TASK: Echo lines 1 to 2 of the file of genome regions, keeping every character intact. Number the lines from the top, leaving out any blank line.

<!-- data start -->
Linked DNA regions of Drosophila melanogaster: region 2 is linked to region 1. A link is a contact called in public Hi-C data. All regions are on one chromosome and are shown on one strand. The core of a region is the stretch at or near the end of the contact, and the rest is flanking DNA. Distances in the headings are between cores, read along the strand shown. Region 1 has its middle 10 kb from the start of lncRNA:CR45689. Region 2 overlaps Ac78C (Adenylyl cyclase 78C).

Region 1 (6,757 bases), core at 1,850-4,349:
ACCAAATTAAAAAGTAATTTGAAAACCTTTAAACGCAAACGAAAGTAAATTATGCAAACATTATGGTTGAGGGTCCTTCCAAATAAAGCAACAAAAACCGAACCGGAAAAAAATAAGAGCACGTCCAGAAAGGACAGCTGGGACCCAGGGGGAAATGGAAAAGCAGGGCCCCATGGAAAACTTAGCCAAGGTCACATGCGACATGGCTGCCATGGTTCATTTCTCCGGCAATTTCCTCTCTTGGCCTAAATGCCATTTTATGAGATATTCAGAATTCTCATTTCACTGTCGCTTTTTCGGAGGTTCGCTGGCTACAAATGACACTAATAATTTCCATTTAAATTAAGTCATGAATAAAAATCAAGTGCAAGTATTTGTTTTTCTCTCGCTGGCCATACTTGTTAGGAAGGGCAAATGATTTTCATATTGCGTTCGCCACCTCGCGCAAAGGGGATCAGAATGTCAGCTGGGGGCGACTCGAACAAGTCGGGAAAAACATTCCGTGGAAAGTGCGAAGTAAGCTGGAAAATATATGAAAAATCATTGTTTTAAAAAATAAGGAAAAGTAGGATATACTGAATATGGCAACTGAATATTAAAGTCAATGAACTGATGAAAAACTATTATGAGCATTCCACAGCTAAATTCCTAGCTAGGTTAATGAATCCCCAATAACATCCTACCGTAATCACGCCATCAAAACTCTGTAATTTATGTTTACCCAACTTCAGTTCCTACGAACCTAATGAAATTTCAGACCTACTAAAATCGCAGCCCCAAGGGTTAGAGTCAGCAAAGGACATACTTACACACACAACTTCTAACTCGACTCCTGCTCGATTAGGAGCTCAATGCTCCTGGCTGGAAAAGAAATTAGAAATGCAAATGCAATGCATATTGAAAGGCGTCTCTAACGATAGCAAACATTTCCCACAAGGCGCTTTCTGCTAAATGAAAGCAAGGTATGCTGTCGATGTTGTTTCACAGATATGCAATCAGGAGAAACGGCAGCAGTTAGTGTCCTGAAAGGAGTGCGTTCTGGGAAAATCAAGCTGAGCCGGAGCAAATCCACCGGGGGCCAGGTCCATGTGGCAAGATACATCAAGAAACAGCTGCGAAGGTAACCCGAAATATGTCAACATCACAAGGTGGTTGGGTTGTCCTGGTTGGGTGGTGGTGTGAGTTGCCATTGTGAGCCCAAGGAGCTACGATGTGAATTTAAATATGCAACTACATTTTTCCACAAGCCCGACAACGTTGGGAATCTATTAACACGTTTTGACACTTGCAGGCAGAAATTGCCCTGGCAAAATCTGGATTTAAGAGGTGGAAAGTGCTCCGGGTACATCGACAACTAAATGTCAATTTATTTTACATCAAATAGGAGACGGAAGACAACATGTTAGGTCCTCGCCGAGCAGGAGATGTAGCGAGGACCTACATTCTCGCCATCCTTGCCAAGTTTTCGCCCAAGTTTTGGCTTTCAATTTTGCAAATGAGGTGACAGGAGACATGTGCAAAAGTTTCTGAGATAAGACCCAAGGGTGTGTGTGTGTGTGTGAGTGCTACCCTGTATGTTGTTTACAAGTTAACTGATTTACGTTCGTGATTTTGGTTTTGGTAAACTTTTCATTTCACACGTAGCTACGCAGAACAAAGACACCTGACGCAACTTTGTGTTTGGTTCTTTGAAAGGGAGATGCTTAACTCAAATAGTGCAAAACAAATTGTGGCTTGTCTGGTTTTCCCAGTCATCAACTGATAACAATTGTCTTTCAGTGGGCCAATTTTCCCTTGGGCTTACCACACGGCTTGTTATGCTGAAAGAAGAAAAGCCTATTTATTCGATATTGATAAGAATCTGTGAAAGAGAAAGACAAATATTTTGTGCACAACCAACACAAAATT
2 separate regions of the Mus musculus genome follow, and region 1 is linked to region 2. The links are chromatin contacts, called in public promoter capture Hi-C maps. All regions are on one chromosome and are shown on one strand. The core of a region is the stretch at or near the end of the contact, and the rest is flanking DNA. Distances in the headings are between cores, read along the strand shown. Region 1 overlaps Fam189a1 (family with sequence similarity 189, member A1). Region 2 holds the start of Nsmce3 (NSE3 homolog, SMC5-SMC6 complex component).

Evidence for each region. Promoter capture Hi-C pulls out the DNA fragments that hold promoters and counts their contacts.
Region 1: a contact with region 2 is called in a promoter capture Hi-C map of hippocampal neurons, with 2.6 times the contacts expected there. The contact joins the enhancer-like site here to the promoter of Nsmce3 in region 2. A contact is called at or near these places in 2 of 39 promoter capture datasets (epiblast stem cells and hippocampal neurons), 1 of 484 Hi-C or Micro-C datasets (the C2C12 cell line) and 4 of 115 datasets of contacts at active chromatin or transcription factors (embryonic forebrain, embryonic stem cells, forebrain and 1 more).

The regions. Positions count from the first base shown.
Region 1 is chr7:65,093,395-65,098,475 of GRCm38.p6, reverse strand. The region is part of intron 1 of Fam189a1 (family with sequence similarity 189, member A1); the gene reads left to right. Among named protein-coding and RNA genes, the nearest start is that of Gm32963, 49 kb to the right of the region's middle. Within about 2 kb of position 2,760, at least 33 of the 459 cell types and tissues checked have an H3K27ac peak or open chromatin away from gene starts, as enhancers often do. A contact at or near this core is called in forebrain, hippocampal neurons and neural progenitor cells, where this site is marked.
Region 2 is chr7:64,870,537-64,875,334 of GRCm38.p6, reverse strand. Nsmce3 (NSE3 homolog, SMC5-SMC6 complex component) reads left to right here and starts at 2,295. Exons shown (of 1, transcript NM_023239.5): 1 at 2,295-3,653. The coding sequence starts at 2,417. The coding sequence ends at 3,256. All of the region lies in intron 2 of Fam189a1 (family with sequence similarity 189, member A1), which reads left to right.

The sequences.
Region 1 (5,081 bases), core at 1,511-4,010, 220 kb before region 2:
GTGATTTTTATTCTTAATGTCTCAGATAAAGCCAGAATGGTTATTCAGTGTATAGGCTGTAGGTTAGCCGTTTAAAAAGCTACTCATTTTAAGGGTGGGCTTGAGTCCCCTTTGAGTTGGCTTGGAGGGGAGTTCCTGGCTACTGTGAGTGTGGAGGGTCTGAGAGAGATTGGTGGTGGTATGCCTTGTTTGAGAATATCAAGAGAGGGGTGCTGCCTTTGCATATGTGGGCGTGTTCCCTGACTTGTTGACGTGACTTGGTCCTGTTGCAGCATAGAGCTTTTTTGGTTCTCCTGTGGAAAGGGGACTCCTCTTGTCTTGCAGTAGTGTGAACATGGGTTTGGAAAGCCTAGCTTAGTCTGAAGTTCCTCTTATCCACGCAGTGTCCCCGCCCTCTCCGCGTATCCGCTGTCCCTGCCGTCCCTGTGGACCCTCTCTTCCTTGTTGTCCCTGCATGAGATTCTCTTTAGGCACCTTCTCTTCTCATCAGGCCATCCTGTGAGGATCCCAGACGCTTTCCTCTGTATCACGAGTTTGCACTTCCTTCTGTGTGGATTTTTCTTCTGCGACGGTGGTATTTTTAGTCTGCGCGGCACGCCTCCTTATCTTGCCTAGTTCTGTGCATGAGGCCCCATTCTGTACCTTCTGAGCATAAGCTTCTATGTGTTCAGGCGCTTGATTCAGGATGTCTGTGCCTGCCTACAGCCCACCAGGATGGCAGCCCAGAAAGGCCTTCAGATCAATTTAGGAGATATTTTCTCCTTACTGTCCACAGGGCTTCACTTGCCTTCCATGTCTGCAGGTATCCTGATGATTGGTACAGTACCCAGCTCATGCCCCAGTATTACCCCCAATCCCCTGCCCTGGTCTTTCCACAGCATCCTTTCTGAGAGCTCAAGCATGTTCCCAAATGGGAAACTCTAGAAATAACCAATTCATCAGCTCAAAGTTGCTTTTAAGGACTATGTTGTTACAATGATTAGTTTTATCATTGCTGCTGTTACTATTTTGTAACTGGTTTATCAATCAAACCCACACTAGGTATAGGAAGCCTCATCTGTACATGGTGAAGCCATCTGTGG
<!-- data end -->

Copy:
Linked DNA regions of Drosophila melanogaster: region 2 is linked to region 1. A link is a contact called in public Hi-C data. All regions are on one chromosome and are shown on one strand. The core of a region is the stretch at or near the end of the contact, and the rest is flanking DNA. Distances in the headings are between cores, read along the strand shown. Region 1 has its middle 10 kb from the start of lncRNA:CR45689. Region 2 overlaps Ac78C (Adenylyl cyclase 78C).

Region 1 (6,757 bases), core at 1,850-4,349: